I once really angered some of my KwaZulu Natal (KZN) Comrades rivals by declaring, in a press interview, that I couldn’t really rate the chances of any running rival who lived and trained at low altitude, in intense heat and soaring humidity. I had just been asked who I thought would be my major opponents in that year’s Comrades marathon and when I failed to mention a single KZN runner the KZN press leapt on me.
The next day the KZN newspapers loudly declared;
“Fordyce Writes off Natal Comrades Challenge “
Needless to say, I was not popular with certain runners who fancied their Comrades marathon chances that year. Perhaps it would have been wiser to stick to praising the training environment of Gauteng, my home province, rather than criticsising another.
Not too much has changed over the years and I still believe that KZN is not the best environment in which to train for the Comrades marathon. However, it does have one massive advantage. It is the home of the Comrades, and local runners are able to train on the course whenever they feel like it.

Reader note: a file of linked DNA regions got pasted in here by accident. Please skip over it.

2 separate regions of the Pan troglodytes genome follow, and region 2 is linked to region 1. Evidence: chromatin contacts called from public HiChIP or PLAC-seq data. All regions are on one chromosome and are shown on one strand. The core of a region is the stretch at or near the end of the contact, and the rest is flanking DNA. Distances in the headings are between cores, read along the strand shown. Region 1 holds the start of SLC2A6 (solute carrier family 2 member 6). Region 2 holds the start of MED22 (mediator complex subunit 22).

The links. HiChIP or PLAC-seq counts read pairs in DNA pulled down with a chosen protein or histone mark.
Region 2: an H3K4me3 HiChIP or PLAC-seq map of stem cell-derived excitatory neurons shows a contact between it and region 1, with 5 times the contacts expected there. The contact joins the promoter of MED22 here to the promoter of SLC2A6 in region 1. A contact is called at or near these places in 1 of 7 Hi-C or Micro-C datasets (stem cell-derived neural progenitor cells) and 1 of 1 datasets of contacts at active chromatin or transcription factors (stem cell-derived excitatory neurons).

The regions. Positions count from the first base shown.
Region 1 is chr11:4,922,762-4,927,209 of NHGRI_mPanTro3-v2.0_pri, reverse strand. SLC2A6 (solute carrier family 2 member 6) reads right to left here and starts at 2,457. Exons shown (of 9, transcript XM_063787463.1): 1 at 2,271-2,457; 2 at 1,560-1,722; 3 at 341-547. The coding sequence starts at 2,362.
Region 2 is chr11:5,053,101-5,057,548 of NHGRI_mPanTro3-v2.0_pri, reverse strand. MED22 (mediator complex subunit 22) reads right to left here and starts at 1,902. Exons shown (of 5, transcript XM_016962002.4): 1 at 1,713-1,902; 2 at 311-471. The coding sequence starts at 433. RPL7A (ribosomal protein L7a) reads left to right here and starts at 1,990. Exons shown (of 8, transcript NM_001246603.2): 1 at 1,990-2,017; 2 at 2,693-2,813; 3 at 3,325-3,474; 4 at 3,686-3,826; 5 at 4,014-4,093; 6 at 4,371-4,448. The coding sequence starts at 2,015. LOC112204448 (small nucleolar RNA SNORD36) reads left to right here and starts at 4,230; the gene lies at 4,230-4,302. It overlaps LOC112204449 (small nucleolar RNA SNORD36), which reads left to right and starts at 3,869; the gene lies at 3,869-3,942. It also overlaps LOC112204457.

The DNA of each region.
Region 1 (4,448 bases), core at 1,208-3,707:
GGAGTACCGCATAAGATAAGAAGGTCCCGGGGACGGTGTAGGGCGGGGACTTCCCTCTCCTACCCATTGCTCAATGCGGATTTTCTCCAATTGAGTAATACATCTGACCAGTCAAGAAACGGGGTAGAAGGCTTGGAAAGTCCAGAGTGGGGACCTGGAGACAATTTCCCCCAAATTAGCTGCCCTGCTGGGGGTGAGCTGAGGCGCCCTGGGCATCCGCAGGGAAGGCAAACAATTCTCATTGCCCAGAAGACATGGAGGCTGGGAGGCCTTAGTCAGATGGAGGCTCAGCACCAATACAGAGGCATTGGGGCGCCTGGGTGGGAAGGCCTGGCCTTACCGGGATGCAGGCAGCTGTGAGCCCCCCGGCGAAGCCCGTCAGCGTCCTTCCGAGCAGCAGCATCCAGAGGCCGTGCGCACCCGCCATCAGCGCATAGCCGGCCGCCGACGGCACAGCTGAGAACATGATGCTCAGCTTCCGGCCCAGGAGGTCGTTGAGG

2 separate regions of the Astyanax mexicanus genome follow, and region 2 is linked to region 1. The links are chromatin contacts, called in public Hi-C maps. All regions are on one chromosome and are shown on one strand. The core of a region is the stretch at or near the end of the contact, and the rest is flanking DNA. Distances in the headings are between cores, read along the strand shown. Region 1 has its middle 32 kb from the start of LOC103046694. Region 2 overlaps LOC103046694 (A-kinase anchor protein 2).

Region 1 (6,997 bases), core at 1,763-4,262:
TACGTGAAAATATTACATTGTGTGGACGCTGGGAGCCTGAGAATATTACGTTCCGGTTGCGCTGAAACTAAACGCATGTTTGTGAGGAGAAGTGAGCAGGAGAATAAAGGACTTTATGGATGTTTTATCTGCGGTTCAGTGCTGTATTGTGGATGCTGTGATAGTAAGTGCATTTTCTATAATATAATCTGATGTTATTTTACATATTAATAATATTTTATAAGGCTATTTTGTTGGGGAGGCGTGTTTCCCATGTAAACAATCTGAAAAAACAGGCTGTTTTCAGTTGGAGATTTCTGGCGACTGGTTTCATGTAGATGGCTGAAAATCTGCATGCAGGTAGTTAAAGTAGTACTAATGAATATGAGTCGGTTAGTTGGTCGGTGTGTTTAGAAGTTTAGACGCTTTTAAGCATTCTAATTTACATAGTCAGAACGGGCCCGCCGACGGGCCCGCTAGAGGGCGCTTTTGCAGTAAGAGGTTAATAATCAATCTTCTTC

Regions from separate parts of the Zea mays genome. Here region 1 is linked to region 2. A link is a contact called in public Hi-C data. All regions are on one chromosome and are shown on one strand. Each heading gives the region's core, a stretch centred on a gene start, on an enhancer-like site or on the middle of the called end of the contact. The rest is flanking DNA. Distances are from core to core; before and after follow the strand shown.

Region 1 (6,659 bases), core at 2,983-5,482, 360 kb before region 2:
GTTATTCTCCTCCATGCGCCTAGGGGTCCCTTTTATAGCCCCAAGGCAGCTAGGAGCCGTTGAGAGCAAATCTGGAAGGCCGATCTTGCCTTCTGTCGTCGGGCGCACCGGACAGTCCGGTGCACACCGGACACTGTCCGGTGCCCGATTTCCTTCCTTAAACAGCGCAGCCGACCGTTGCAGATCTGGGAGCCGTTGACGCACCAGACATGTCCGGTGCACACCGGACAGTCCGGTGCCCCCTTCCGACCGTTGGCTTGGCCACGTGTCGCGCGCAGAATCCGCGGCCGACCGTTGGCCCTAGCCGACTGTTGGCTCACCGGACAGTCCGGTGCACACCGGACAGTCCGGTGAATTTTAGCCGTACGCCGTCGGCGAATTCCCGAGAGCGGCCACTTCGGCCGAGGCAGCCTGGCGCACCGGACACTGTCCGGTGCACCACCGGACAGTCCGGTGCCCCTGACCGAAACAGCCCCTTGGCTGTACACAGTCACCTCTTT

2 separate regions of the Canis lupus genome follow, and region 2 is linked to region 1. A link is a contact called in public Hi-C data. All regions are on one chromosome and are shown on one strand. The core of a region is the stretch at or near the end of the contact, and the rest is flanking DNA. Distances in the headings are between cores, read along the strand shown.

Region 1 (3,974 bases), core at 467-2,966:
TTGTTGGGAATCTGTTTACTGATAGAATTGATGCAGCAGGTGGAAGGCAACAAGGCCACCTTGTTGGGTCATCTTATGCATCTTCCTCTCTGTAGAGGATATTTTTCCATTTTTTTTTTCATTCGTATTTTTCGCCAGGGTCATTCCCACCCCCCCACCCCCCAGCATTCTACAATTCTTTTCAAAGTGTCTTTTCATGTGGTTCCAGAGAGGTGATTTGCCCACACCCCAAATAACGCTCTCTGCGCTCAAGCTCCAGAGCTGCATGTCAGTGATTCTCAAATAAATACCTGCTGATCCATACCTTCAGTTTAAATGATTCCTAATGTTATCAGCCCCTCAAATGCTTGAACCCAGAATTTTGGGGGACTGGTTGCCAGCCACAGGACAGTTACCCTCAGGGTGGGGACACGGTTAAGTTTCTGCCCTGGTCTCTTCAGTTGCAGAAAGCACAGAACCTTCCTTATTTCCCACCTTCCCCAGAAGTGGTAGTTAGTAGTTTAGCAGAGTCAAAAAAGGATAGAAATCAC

I’m a firm believer in knowing what lies ahead and understanding as much as possible about a race course. There are many runners who prefer to “go in blind” but I am not one of them. I like to plot my race strategy. I don’t like nasty surprises. No General would charge blindly into battle without knowing something about the strength of his enemy, the strategic positioning of his enemy’s regiments and the terrain between them. Unless of course, he was Chelmsford at Isandlwana in 1979 who split his force and wasn’t even at the battlefield. The Comrades marathon can be compared to a bloody Zulu battle where the runner charges into battle against the mighty hills of KZN. Knowledge makes the fight that much less daunting.
So those of us who are not KZN runners need to try to explore the battlefield in advance, at least once. In the days when I was still a serious contender I would join a group of friends on an annual weekend scouting mission to the roads between Pietermaritzburg and Durban. We would run the last 60 kilometres of the Comrades route paying particular attention to the major hills, and to the last 20 kilometres into the finish.